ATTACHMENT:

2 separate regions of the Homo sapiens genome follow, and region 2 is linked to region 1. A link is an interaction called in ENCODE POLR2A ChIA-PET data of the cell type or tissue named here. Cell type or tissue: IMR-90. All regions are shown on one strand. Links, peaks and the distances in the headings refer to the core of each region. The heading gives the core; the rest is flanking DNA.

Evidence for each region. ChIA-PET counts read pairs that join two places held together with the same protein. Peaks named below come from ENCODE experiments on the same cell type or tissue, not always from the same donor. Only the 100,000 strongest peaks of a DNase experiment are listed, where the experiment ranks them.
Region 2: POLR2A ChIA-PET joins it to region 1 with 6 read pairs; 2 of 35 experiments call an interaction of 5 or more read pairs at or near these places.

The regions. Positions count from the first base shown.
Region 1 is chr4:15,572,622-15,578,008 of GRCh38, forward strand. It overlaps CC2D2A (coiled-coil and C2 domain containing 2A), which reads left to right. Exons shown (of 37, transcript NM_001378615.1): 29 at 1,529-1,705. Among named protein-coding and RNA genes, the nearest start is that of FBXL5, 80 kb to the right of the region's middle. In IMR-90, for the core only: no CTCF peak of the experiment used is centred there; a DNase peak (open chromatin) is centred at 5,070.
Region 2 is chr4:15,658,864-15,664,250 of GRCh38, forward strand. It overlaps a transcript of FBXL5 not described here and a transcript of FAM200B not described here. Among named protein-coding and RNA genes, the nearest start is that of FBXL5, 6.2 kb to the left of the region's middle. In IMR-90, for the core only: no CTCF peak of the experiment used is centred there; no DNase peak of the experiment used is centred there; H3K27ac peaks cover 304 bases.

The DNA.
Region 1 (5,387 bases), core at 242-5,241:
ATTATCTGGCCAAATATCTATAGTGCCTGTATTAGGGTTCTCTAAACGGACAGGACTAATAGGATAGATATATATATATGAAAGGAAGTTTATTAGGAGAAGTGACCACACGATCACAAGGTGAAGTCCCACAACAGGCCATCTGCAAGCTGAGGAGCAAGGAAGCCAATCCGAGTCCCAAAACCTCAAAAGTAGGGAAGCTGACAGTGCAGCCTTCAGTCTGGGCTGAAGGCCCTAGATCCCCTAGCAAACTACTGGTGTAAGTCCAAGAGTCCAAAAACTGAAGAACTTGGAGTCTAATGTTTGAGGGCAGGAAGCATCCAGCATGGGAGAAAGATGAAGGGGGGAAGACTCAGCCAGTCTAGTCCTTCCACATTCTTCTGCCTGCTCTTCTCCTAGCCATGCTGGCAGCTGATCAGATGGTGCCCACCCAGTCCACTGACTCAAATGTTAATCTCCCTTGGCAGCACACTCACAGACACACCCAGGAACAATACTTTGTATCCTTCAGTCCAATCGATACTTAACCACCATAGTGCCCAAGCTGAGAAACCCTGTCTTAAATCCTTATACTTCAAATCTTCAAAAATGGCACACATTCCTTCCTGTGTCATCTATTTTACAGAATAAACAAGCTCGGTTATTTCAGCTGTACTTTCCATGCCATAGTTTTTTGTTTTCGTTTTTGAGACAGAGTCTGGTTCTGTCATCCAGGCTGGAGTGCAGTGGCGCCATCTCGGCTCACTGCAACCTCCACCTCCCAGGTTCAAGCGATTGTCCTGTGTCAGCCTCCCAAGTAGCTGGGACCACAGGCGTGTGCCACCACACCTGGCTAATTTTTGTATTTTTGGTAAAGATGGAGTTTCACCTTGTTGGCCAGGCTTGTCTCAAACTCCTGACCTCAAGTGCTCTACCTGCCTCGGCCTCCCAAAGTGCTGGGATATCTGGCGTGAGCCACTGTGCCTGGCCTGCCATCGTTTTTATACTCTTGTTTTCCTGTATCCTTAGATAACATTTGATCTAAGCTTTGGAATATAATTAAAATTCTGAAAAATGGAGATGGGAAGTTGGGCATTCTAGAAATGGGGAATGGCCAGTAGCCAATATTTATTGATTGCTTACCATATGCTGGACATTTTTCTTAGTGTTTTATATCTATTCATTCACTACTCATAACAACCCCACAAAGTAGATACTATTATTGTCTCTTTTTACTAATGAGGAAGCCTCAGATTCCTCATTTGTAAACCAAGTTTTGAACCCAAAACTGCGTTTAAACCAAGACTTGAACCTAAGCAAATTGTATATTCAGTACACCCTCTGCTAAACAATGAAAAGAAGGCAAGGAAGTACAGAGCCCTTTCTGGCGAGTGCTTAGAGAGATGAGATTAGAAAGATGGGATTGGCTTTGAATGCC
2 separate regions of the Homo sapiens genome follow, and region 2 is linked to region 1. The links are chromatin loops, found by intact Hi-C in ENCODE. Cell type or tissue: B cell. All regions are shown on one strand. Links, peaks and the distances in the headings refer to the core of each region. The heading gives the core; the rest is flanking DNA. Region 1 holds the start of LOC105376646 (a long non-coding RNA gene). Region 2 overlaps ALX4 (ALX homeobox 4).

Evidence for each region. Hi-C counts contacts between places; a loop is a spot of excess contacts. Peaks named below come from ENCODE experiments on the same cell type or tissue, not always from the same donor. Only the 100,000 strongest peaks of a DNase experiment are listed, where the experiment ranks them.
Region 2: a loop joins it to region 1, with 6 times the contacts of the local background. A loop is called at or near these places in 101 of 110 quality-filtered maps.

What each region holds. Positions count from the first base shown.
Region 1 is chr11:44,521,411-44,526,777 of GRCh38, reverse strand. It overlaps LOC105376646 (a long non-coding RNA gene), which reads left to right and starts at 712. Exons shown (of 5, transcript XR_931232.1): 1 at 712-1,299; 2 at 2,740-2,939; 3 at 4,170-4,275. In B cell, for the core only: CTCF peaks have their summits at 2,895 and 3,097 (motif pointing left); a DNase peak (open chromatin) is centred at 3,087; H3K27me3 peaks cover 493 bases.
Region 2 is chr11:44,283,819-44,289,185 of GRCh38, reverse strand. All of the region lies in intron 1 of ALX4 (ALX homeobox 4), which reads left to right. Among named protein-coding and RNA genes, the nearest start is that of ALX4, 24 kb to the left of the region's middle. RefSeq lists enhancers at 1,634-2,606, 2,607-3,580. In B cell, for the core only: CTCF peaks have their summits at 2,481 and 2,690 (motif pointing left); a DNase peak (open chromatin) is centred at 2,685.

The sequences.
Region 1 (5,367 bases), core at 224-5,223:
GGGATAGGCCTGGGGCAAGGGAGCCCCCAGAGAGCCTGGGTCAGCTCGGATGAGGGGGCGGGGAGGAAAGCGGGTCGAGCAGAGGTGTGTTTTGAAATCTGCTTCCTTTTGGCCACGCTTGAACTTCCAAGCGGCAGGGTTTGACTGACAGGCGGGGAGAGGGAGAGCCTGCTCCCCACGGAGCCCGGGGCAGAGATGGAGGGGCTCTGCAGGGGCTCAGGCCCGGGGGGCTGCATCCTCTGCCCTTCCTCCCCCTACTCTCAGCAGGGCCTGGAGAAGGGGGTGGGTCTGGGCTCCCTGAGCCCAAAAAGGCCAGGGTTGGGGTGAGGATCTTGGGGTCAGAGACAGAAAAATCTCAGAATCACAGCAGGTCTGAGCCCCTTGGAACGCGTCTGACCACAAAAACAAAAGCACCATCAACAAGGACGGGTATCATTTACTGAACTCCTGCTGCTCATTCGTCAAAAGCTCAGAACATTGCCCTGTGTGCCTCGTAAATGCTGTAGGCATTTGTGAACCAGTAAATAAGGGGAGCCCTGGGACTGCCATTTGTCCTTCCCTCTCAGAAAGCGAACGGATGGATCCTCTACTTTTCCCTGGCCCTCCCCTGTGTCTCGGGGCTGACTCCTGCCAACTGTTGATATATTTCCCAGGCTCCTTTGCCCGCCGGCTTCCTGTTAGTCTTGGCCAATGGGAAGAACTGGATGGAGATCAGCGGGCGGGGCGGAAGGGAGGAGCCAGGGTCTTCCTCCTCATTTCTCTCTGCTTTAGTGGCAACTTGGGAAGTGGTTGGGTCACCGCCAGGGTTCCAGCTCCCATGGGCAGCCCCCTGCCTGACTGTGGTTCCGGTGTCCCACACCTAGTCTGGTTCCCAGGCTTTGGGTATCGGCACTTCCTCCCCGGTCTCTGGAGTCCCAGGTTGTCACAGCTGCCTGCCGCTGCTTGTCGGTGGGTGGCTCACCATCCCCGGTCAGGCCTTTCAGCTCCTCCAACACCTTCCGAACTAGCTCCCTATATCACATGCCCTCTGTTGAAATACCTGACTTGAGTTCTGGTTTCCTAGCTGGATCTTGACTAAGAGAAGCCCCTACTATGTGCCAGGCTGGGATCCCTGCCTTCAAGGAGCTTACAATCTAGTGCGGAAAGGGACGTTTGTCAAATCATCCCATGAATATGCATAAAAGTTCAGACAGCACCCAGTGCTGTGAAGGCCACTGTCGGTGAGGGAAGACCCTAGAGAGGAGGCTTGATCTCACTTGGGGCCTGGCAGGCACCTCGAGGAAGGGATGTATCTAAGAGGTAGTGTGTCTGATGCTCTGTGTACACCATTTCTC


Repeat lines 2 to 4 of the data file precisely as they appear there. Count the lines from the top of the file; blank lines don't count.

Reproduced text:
Evidence for each region. ChIA-PET counts read pairs that join two places held together with the same protein. Peaks named below come from ENCODE experiments on the same cell type or tissue, not always from the same donor. Only the 100,000 strongest peaks of a DNase experiment are listed, where the experiment ranks them.
Region 2: POLR2A ChIA-PET joins it to region 1 with 6 read pairs; 2 of 35 experiments call an interaction of 5 or more read pairs at or near these places.

The regions. Positions count from the first base shown.